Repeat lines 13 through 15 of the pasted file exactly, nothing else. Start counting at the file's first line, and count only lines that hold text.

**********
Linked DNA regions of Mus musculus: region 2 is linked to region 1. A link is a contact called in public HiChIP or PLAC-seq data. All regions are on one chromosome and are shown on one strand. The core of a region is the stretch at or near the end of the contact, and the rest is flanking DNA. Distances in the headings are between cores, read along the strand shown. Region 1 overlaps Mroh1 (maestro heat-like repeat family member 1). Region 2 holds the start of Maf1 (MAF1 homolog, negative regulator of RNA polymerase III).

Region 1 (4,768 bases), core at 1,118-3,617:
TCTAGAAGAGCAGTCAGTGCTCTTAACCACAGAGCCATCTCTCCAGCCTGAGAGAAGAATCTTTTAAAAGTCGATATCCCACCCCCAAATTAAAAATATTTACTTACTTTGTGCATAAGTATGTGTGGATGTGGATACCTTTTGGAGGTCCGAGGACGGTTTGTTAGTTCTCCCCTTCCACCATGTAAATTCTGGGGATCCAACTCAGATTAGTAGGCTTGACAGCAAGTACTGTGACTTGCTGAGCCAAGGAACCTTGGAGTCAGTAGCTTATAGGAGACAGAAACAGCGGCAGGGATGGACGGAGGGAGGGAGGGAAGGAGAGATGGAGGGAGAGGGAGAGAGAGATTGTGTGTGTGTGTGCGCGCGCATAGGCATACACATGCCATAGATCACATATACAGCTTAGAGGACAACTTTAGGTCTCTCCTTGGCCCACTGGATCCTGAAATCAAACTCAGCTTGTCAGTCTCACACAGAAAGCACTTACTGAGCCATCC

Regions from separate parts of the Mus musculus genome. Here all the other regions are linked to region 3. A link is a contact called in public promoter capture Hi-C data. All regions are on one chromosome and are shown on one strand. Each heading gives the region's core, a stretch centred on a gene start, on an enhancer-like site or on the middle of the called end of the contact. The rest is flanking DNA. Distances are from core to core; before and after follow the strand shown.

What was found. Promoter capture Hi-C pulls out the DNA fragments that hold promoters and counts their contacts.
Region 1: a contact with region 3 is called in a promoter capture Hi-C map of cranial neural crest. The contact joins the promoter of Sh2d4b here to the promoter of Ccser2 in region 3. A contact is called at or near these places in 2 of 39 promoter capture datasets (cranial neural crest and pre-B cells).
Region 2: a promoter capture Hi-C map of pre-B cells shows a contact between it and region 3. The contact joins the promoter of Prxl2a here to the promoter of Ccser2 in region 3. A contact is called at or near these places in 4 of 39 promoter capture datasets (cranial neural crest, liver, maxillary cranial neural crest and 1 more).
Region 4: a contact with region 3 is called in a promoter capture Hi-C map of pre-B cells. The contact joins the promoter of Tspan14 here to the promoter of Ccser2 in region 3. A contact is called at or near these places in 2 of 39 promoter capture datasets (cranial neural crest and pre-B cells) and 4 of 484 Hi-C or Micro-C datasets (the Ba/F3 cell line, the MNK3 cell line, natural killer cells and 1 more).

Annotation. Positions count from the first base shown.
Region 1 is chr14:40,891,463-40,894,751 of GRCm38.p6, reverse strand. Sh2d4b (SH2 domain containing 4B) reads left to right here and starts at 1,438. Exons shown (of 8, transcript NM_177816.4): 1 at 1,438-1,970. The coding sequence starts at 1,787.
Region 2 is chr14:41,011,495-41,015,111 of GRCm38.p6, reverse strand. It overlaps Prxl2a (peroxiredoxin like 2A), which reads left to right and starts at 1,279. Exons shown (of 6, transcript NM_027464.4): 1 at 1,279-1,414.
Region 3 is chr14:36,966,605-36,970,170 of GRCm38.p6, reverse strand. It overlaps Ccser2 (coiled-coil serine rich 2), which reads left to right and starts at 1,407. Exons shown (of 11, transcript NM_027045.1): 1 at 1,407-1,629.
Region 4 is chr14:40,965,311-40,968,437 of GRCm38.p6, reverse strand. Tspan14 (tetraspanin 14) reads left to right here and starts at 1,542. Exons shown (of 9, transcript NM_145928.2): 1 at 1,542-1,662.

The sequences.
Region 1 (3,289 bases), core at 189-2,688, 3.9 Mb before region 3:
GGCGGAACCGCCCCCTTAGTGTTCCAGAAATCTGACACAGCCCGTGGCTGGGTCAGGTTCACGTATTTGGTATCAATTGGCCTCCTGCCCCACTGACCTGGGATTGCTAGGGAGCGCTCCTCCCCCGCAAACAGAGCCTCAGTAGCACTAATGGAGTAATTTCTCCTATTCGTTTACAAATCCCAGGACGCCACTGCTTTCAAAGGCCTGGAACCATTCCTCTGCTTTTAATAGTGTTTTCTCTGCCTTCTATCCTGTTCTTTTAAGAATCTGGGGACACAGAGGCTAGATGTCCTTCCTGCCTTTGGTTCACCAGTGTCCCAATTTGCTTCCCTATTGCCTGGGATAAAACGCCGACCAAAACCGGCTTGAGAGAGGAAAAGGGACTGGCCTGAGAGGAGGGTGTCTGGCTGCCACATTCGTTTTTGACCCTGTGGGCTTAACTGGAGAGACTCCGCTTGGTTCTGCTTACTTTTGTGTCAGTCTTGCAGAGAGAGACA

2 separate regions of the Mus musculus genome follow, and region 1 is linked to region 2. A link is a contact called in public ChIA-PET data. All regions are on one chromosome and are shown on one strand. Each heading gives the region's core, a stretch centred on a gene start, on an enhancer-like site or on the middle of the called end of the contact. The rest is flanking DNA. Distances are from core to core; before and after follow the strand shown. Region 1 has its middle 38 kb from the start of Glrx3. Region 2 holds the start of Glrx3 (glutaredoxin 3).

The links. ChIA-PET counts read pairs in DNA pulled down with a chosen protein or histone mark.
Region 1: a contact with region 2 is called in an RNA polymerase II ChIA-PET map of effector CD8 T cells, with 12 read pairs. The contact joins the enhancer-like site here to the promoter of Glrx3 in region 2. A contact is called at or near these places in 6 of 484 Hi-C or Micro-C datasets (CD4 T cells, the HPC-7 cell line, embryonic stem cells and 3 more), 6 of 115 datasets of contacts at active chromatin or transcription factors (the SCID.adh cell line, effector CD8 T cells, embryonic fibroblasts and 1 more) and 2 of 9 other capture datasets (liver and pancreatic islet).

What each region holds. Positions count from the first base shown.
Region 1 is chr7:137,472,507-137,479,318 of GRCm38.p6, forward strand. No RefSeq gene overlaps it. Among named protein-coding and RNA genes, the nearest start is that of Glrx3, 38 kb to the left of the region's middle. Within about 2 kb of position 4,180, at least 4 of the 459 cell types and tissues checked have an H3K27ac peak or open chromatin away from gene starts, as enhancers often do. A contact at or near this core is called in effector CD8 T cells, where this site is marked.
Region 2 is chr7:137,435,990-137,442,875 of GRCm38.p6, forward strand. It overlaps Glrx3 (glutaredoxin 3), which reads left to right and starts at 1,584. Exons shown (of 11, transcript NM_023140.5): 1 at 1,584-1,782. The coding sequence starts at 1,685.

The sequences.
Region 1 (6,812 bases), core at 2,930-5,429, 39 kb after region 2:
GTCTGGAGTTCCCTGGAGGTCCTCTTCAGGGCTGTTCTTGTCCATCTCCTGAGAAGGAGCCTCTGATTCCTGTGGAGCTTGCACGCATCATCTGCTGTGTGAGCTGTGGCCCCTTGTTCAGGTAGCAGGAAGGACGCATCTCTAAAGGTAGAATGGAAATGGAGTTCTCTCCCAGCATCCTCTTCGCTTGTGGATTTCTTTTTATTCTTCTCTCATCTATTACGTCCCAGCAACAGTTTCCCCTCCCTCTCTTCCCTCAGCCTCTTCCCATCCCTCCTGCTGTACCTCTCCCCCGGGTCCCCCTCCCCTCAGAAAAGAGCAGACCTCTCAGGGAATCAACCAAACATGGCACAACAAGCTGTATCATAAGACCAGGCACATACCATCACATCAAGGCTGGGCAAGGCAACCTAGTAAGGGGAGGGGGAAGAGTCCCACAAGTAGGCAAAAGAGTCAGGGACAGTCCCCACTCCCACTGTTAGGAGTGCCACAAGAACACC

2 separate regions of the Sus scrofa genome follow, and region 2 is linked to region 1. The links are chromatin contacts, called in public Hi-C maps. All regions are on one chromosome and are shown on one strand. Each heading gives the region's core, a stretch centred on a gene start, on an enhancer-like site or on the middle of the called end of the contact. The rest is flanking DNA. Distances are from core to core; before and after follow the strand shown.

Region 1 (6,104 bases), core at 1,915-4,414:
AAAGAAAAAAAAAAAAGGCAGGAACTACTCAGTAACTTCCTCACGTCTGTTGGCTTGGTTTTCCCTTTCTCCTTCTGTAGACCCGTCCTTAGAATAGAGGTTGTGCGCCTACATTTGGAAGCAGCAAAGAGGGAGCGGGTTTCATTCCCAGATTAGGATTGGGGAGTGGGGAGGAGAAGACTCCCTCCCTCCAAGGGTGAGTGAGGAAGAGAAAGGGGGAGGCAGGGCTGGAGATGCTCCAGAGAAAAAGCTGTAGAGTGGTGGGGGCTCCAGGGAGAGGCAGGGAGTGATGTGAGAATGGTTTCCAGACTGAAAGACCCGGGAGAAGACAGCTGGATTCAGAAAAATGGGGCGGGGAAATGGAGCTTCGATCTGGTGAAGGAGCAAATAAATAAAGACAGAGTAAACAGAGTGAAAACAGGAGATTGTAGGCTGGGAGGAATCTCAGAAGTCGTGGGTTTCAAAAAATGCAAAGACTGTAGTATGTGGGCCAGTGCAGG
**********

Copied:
Region 4 is chr14:40,965,311-40,968,437 of GRCm38.p6, reverse strand. Tspan14 (tetraspanin 14) reads left to right here and starts at 1,542. Exons shown (of 9, transcript NM_145928.2): 1 at 1,542-1,662.

The sequences.
Region 1 (3,289 bases), core at 189-2,688, 3.9 Mb before region 3: